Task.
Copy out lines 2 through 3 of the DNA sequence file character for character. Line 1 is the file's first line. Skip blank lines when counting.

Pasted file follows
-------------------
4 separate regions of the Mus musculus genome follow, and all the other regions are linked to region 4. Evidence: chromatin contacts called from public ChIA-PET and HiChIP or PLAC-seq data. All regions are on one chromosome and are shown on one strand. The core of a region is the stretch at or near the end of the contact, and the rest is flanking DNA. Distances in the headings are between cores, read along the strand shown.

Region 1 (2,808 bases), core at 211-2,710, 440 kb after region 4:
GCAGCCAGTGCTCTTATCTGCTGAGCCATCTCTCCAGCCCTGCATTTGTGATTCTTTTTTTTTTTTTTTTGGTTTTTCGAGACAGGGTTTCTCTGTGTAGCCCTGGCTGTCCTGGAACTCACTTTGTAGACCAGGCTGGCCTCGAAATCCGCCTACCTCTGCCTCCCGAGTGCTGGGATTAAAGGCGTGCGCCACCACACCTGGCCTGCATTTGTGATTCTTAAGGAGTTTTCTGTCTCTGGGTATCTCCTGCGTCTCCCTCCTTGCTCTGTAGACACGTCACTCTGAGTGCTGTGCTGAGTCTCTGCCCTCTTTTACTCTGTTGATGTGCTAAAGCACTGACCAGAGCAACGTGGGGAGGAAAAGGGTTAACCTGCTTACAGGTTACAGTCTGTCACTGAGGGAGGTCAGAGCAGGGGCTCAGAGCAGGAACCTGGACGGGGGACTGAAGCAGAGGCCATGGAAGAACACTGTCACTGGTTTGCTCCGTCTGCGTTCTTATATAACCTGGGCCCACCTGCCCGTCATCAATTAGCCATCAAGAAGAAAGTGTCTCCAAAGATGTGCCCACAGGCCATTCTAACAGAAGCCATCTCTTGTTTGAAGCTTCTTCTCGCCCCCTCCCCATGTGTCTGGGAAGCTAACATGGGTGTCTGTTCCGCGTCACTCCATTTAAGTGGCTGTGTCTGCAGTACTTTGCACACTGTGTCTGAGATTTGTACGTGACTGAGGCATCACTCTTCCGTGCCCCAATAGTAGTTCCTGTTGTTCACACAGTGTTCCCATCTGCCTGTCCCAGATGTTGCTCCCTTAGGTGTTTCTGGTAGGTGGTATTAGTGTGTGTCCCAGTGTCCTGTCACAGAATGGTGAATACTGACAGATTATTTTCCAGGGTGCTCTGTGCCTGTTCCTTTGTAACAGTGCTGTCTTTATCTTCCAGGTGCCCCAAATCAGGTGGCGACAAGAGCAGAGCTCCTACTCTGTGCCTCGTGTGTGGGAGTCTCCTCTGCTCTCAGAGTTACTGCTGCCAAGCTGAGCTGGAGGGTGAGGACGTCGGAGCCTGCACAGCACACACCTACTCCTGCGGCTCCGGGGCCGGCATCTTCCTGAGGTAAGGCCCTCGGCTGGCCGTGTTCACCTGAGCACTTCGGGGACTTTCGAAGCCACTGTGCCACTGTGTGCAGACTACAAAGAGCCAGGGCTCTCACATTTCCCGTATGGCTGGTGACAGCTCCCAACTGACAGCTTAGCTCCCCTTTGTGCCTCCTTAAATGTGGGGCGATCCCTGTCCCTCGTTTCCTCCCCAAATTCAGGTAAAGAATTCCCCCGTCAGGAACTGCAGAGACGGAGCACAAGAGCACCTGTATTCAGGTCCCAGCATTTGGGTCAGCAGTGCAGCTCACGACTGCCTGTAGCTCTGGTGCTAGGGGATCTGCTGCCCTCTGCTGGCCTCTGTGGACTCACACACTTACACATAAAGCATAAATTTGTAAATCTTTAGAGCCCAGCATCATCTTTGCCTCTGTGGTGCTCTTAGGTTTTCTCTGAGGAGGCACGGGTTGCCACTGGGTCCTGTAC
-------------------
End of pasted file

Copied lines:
Region 1 (2,808 bases), core at 211-2,710, 440 kb after region 4:
GCAGCCAGTGCTCTTATCTGCTGAGCCATCTCTCCAGCCCTGCATTTGTGATTCTTTTTTTTTTTTTTTTGGTTTTTCGAGACAGGGTTTCTCTGTGTAGCCCTGGCTGTCCTGGAACTCACTTTGTAGACCAGGCTGGCCTCGAAATCCGCCTACCTCTGCCTCCCGAGTGCTGGGATTAAAGGCGTGCGCCACCACACCTGGCCTGCATTTGTGATTCTTAAGGAGTTTTCTGTCTCTGGGTATCTCCTGCGTCTCCCTCCTTGCTCTGTAGACACGTCACTCTGAGTGCTGTGCTGAGTCTCTGCCCTCTTTTACTCTGTTGATGTGCTAAAGCACTGACCAGAGCAACGTGGGGAGGAAAAGGGTTAACCTGCTTACAGGTTACAGTCTGTCACTGAGGGAGGTCAGAGCAGGGGCTCAGAGCAGGAACCTGGACGGGGGACTGAAGCAGAGGCCATGGAAGAACACTGTCACTGGTTTGCTCCGTCTGCGTTCTTATATAACCTGGGCCCACCTGCCCGTCATCAATTAGCCATCAAGAAGAAAGTGTCTCCAAAGATGTGCCCACAGGCCATTCTAACAGAAGCCATCTCTTGTTTGAAGCTTCTTCTCGCCCCCTCCCCATGTGTCTGGGAAGCTAACATGGGTGTCTGTTCCGCGTCACTCCATTTAAGTGGCTGTGTCTGCAGTACTTTGCACACTGTGTCTGAGATTTGTACGTGACTGAGGCATCACTCTTCCGTGCCCCAATAGTAGTTCCTGTTGTTCACACAGTGTTCCCATCTGCCTGTCCCAGATGTTGCTCCCTTAGGTGTTTCTGGTAGGTGGTATTAGTGTGTGTCCCAGTGTCCTGTCACAGAATGGTGAATACTGACAGATTATTTTCCAGGGTGCTCTGTGCCTGTTCCTTTGTAACAGTGCTGTCTTTATCTTCCAGGTGCCCCAAATCAGGTGGCGACAAGAGCAGAGCTCCTACTCTGTGCCTCGTGTGTGGGAGTCTCCTCTGCTCTCAGAGTTACTGCTGCCAAGCTGAGCTGGAGGGTGAGGACGTCGGAGCCTGCACAGCACACACCTACTCCTGCGGCTCCGGGGCCGGCATCTTCCTGAGGTAAGGCCCTCGGCTGGCCGTGTTCACCTGAGCACTTCGGGGACTTTCGAAGCCACTGTGCCACTGTGTGCAGACTACAAAGAGCCAGGGCTCTCACATTTCCCGTATGGCTGGTGACAGCTCCCAACTGACAGCTTAGCTCCCCTTTGTGCCTCCTTAAATGTGGGGCGATCCCTGTCCCTCGTTTCCTCCCCAAATTCAGGTAAAGAATTCCCCCGTCAGGAACTGCAGAGACGGAGCACAAGAGCACCTGTATTCAGGTCCCAGCATTTGGGTCAGCAGTGCAGCTCACGACTGCCTGTAGCTCTGGTGCTAGGGGATCTGCTGCCCTCTGCTGGCCTCTGTGGACTCACACACTTACACATAAAGCATAAATTTGTAAATCTTTAGAGCCCAGCATCATCTTTGCCTCTGTGGTGCTCTTAGGTTTTCTCTGAGGAGGCACGGGTTGCCACTGGGTCCTGTAC